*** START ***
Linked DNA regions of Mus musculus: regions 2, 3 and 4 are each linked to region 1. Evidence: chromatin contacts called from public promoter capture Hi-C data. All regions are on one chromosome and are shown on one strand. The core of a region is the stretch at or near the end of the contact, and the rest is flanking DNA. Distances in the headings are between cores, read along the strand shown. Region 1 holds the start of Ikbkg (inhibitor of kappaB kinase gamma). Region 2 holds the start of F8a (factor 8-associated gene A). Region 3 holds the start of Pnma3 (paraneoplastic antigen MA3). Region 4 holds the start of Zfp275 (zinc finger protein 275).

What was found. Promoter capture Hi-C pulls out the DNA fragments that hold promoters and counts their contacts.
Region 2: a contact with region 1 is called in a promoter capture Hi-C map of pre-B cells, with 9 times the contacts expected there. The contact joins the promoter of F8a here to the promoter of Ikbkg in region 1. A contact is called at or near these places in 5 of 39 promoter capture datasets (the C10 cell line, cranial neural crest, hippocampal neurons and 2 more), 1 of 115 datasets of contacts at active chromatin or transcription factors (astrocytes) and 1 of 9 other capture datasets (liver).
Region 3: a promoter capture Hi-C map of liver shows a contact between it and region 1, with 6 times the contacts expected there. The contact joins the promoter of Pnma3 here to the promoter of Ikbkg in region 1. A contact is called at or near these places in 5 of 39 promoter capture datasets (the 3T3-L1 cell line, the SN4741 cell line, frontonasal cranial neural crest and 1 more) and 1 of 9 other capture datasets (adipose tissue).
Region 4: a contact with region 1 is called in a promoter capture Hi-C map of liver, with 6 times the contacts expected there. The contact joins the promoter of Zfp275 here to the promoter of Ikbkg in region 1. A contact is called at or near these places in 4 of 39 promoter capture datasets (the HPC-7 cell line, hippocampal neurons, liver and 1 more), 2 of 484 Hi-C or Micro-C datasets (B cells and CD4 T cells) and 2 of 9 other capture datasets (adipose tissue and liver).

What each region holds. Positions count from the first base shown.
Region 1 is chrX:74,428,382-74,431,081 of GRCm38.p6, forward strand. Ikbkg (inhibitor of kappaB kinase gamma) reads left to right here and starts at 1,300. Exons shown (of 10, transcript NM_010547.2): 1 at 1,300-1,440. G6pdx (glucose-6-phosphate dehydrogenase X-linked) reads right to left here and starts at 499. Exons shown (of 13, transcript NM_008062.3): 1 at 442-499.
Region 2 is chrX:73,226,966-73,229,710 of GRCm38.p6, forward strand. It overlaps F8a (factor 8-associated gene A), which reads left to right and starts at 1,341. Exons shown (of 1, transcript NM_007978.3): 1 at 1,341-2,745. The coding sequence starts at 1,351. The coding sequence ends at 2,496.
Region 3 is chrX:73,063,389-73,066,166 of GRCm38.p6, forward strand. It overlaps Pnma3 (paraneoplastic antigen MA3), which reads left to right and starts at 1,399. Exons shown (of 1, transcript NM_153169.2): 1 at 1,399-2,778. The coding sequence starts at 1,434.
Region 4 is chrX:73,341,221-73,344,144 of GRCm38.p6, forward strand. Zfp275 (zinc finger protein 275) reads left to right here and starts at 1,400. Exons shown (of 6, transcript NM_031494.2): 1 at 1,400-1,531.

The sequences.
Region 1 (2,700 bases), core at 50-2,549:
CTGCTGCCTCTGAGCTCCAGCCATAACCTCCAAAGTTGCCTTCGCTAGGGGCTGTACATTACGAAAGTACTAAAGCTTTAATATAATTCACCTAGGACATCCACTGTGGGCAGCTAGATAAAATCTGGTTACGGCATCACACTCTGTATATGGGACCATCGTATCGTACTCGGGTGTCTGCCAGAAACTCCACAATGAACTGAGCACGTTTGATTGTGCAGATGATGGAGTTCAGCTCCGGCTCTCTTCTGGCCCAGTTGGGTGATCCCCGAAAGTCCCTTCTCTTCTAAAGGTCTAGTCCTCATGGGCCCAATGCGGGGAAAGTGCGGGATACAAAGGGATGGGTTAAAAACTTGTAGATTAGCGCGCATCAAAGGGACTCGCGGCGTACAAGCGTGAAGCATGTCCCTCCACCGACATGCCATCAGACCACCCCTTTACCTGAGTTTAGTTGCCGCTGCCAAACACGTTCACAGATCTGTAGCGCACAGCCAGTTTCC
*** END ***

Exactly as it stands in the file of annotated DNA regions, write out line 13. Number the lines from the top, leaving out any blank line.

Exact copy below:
CTGCTGCCTCTGAGCTCCAGCCATAACCTCCAAAGTTGCCTTCGCTAGGGGCTGTACATTACGAAAGTACTAAAGCTTTAATATAATTCACCTAGGACATCCACTGTGGGCAGCTAGATAAAATCTGGTTACGGCATCACACTCTGTATATGGGACCATCGTATCGTACTCGGGTGTCTGCCAGAAACTCCACAATGAACTGAGCACGTTTGATTGTGCAGATGATGGAGTTCAGCTCCGGCTCTCTTCTGGCCCAGTTGGGTGATCCCCGAAAGTCCCTTCTCTTCTAAAGGTCTAGTCCTCATGGGCCCAATGCGGGGAAAGTGCGGGATACAAAGGGATGGGTTAAAAACTTGTAGATTAGCGCGCATCAAAGGGACTCGCGGCGTACAAGCGTGAAGCATGTCCCTCCACCGACATGCCATCAGACCACCCCTTTACCTGAGTTTAGTTGCCGCTGCCAAACACGTTCACAGATCTGTAGCGCACAGCCAGTTTCC